Groupon Campaign: Gross or Great?
“If your advertising goes unnoticed, everything else is academic.” So said 1960’s advertising creative guru Bill Bernbach. And while it’s true that bold beats bland every time, setting out purely to get impact for impact’s sake is a highly risky and questionable tactic. That’s the lesson that Groupon, the Chicago-based collective buying power website, has learned over the past week or so.
What the ads failed to communicate is that Groupon actually supports each of these causes, by matching public donations dollar-for-dollar at www.savethemoney.org. This missing piece of the communications puzzle made the ads at the very least bizarre and at the worst offensive to many. They seemed to trivialise and take advantage of worthy causes.
Groupon went into damage control, and amended the ads to include the savethemoney.org message. But by this time it was too late. Social media sites went into meltdown. And the bewildered Groupon CEO, Andrew Mason, was forced to withdraw the ads and apologise. “We thought we were poking fun at ourselves, but clearly the execution was off and the joke didn’t come through. I personally take responsibility; although we worked with a professional ad agency, in the end, it was my decision to run the ads.”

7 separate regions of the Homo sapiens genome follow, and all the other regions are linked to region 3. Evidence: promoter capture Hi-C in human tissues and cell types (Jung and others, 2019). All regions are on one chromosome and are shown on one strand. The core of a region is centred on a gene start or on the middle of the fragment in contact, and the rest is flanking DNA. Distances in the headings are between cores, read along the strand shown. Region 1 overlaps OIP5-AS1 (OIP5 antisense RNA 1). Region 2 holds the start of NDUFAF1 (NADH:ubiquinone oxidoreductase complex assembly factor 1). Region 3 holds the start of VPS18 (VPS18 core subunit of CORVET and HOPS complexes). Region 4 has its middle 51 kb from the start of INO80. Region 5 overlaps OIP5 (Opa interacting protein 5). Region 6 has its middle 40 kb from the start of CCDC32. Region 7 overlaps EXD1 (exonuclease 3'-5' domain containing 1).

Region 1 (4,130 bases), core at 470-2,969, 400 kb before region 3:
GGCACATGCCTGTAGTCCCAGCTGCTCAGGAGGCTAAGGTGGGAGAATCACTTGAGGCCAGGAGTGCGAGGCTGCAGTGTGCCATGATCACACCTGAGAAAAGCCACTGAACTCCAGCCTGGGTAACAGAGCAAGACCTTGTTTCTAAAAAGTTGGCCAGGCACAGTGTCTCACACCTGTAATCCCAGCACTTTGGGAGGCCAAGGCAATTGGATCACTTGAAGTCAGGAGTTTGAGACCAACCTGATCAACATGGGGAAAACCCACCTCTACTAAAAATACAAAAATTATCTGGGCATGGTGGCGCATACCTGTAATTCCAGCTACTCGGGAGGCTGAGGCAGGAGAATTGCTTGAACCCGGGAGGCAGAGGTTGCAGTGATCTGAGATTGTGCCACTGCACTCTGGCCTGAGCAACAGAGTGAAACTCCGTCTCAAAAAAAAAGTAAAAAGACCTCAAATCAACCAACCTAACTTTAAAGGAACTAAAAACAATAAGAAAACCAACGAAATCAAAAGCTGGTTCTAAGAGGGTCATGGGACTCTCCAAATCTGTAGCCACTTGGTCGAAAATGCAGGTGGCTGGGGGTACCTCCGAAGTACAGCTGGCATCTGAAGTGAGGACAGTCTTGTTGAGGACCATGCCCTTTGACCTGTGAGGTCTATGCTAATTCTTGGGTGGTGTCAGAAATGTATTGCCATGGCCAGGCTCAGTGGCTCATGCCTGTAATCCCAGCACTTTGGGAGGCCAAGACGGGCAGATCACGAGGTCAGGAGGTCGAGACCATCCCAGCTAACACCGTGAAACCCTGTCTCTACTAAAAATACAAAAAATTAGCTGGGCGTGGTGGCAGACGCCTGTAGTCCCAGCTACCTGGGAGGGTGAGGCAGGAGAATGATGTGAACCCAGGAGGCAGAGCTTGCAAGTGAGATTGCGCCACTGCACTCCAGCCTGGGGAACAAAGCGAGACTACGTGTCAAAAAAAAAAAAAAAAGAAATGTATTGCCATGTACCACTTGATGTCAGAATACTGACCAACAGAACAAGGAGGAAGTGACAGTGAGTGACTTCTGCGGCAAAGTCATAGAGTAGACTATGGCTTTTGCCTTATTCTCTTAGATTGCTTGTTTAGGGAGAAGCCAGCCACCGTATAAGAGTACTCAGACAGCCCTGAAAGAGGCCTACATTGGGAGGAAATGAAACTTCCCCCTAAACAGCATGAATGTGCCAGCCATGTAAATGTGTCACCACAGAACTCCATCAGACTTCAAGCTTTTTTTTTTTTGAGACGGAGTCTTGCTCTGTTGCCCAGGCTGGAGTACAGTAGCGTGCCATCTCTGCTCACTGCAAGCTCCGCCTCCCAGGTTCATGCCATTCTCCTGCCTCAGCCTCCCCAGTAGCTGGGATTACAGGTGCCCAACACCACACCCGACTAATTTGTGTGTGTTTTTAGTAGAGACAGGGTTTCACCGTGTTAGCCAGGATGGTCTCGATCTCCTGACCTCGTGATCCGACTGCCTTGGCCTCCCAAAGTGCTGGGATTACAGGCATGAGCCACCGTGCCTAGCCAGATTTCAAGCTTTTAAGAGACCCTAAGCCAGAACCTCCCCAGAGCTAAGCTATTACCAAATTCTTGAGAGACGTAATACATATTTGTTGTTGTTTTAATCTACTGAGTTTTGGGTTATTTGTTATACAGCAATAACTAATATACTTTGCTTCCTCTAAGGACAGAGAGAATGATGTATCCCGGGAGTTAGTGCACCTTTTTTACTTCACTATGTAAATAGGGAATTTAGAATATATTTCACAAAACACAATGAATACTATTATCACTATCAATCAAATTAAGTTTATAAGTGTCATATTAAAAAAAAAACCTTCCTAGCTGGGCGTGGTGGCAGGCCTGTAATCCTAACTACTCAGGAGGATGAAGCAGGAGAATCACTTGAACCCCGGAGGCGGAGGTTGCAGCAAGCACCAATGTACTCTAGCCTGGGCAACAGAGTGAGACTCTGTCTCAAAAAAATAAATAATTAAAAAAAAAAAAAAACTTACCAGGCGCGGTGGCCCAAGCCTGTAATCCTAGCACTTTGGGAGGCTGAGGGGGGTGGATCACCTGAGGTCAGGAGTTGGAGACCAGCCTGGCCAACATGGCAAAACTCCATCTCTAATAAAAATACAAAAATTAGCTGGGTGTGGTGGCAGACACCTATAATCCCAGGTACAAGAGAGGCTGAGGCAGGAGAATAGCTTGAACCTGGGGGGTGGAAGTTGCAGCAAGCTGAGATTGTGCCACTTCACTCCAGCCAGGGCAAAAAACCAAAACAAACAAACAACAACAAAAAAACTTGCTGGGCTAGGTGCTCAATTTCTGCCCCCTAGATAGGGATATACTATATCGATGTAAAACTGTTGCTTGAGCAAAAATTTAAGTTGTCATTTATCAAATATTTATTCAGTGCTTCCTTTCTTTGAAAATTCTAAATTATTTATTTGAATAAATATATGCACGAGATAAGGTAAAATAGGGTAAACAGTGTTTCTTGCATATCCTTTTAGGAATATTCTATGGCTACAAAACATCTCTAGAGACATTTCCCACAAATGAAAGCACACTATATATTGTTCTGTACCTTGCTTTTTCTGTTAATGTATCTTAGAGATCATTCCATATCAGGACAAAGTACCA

The question of course is this: did Groupon intentionally set out to be controversial, or did they simply misfire? As industry blog Ad Freak commented; “love or hate the approach, give Groupon its due for igniting more conversations (albeit some uncomfortable ones) than almost any other advertiser in the (Superbowl) game.”
It’s probably only with the benefit of time that we will decide whether this campaign was gross or great, in poor taste or inspired. In the meantime, it serves as a cautionary tale for any advertiser who just wants to be noticed.
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